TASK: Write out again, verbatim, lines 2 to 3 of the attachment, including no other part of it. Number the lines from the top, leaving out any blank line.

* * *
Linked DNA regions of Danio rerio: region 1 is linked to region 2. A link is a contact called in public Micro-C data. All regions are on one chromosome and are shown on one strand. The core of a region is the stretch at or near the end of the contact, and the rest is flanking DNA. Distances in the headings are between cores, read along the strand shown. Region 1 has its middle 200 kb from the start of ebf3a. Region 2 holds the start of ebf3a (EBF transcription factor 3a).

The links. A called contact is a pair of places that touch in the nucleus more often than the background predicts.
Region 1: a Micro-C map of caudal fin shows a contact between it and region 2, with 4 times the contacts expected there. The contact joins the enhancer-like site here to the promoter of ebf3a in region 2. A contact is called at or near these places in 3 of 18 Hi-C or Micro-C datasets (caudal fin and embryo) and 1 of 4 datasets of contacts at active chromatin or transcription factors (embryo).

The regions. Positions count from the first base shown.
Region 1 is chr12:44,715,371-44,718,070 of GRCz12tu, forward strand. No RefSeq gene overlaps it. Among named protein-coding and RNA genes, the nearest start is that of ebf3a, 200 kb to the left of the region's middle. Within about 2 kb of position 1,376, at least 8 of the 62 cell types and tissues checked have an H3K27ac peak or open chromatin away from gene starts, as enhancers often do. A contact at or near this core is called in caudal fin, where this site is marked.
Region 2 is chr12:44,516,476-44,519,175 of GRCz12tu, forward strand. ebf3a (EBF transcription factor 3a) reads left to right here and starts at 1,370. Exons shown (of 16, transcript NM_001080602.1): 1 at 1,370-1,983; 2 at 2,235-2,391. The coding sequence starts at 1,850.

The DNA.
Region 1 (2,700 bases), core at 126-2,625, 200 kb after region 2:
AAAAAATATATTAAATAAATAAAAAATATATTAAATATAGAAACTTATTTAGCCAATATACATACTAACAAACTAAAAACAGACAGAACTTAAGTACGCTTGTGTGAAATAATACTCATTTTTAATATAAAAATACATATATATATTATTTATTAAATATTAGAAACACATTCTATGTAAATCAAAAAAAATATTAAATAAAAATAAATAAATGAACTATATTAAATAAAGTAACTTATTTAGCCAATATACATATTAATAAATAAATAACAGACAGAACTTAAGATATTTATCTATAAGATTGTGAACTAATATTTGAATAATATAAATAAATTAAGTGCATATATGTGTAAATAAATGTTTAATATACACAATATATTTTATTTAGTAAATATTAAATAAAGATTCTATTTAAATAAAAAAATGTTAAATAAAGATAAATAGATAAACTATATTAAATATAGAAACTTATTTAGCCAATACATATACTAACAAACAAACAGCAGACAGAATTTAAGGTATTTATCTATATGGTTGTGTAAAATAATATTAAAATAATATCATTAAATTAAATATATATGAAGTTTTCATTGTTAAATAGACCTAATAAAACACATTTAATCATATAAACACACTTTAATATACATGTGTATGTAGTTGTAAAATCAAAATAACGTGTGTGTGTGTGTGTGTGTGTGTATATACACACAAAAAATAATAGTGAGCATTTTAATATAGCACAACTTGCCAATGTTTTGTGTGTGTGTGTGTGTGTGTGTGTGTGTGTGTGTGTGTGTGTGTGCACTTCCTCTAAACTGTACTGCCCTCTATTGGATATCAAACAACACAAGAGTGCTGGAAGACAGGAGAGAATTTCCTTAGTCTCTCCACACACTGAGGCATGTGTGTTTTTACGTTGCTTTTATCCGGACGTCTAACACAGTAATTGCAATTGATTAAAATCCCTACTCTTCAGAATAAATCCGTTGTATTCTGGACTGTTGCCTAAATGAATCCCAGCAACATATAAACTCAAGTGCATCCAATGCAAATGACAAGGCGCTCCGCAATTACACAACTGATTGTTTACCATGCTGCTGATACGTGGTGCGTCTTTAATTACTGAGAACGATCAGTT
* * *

The links. A called contact is a pair of places that touch in the nucleus more often than the background predicts.
Region 1: a Micro-C map of caudal fin shows a contact between it and region 2, with 4 times the contacts expected there. The contact joins the enhancer-like site here to the promoter of ebf3a in region 2. A contact is called at or near these places in 3 of 18 Hi-C or Micro-C datasets (caudal fin and embryo) and 1 of 4 datasets of contacts at active chromatin or transcription factors (embryo).